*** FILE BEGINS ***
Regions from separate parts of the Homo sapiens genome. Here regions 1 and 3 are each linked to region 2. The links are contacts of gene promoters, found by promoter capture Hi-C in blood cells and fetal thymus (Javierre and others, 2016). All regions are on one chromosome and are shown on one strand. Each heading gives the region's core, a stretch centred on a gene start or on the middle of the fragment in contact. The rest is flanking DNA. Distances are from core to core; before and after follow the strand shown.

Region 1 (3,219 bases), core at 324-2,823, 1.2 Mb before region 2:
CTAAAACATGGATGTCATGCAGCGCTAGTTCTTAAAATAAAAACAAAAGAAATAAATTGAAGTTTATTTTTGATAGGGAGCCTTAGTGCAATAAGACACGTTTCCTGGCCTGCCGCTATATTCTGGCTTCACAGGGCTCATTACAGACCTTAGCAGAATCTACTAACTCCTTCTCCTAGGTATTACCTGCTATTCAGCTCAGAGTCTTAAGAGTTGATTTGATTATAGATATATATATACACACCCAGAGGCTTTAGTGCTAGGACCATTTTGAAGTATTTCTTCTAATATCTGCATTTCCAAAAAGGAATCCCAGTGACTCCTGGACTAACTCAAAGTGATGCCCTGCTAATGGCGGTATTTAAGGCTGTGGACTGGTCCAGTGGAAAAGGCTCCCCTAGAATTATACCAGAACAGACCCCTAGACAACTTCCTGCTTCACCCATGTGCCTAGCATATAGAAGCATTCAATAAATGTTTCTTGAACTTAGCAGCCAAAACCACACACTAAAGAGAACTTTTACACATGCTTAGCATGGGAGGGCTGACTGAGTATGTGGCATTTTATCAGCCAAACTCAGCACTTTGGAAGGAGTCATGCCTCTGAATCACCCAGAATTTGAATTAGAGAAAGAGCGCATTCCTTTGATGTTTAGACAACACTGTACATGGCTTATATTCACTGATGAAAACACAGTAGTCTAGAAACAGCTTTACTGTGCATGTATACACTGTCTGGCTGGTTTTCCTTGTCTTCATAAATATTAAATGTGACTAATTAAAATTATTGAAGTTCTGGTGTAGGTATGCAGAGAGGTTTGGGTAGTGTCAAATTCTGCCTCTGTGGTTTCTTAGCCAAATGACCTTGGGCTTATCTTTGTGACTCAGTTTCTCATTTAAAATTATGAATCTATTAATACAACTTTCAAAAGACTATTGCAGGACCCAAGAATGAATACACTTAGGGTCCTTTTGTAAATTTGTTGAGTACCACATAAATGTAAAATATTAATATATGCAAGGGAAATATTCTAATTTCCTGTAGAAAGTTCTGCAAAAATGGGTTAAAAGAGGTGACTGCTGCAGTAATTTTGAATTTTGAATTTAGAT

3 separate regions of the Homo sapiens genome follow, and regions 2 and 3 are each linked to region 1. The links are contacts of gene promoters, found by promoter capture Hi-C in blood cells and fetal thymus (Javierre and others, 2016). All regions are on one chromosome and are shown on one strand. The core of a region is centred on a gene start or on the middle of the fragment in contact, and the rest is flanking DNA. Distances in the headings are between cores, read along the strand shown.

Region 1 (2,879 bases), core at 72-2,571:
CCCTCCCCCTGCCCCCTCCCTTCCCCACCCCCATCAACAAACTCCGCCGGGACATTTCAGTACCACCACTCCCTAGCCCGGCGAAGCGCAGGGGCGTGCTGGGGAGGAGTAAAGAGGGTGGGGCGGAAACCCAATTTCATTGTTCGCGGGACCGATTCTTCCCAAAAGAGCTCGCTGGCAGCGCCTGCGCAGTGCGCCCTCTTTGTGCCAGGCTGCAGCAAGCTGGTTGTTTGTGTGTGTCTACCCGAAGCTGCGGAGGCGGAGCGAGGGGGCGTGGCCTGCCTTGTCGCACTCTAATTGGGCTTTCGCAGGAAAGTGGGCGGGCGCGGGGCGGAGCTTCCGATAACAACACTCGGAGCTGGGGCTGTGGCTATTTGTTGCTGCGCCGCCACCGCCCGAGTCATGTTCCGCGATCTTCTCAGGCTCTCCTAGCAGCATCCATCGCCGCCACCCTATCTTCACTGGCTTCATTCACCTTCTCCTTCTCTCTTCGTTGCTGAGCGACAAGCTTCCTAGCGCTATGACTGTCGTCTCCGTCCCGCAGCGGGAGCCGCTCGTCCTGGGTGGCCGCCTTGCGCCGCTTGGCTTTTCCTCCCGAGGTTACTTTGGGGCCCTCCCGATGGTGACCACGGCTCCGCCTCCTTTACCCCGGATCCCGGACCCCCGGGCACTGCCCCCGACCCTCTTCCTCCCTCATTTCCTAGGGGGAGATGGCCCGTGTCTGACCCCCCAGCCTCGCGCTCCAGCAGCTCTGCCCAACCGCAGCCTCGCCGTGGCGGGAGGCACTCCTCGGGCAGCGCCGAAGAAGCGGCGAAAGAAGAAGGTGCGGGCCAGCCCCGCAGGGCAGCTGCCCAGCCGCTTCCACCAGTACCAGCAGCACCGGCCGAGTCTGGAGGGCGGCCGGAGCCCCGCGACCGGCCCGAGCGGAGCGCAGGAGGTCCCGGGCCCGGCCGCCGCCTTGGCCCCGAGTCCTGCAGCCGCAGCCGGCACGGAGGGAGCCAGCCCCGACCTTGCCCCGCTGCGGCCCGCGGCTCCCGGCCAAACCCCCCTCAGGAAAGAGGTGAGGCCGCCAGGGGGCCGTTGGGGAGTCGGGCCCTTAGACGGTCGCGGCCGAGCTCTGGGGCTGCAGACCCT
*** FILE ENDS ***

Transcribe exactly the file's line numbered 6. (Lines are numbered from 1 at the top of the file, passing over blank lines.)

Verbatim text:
CCCTCCCCCTGCCCCCTCCCTTCCCCACCCCCATCAACAAACTCCGCCGGGACATTTCAGTACCACCACTCCCTAGCCCGGCGAAGCGCAGGGGCGTGCTGGGGAGGAGTAAAGAGGGTGGGGCGGAAACCCAATTTCATTGTTCGCGGGACCGATTCTTCCCAAAAGAGCTCGCTGGCAGCGCCTGCGCAGTGCGCCCTCTTTGTGCCAGGCTGCAGCAAGCTGGTTGTTTGTGTGTGTCTACCCGAAGCTGCGGAGGCGGAGCGAGGGGGCGTGGCCTGCCTTGTCGCACTCTAATTGGGCTTTCGCAGGAAAGTGGGCGGGCGCGGGGCGGAGCTTCCGATAACAACACTCGGAGCTGGGGCTGTGGCTATTTGTTGCTGCGCCGCCACCGCCCGAGTCATGTTCCGCGATCTTCTCAGGCTCTCCTAGCAGCATCCATCGCCGCCACCCTATCTTCACTGGCTTCATTCACCTTCTCCTTCTCTCTTCGTTGCTGAGCGACAAGCTTCCTAGCGCTATGACTGTCGTCTCCGTCCCGCAGCGGGAGCCGCTCGTCCTGGGTGGCCGCCTTGCGCCGCTTGGCTTTTCCTCCCGAGGTTACTTTGGGGCCCTCCCGATGGTGACCACGGCTCCGCCTCCTTTACCCCGGATCCCGGACCCCCGGGCACTGCCCCCGACCCTCTTCCTCCCTCATTTCCTAGGGGGAGATGGCCCGTGTCTGACCCCCCAGCCTCGCGCTCCAGCAGCTCTGCCCAACCGCAGCCTCGCCGTGGCGGGAGGCACTCCTCGGGCAGCGCCGAAGAAGCGGCGAAAGAAGAAGGTGCGGGCCAGCCCCGCAGGGCAGCTGCCCAGCCGCTTCCACCAGTACCAGCAGCACCGGCCGAGTCTGGAGGGCGGCCGGAGCCCCGCGACCGGCCCGAGCGGAGCGCAGGAGGTCCCGGGCCCGGCCGCCGCCTTGGCCCCGAGTCCTGCAGCCGCAGCCGGCACGGAGGGAGCCAGCCCCGACCTTGCCCCGCTGCGGCCCGCGGCTCCCGGCCAAACCCCCCTCAGGAAAGAGGTGAGGCCGCCAGGGGGCCGTTGGGGAGTCGGGCCCTTAGACGGTCGCGGCCGAGCTCTGGGGCTGCAGACCCT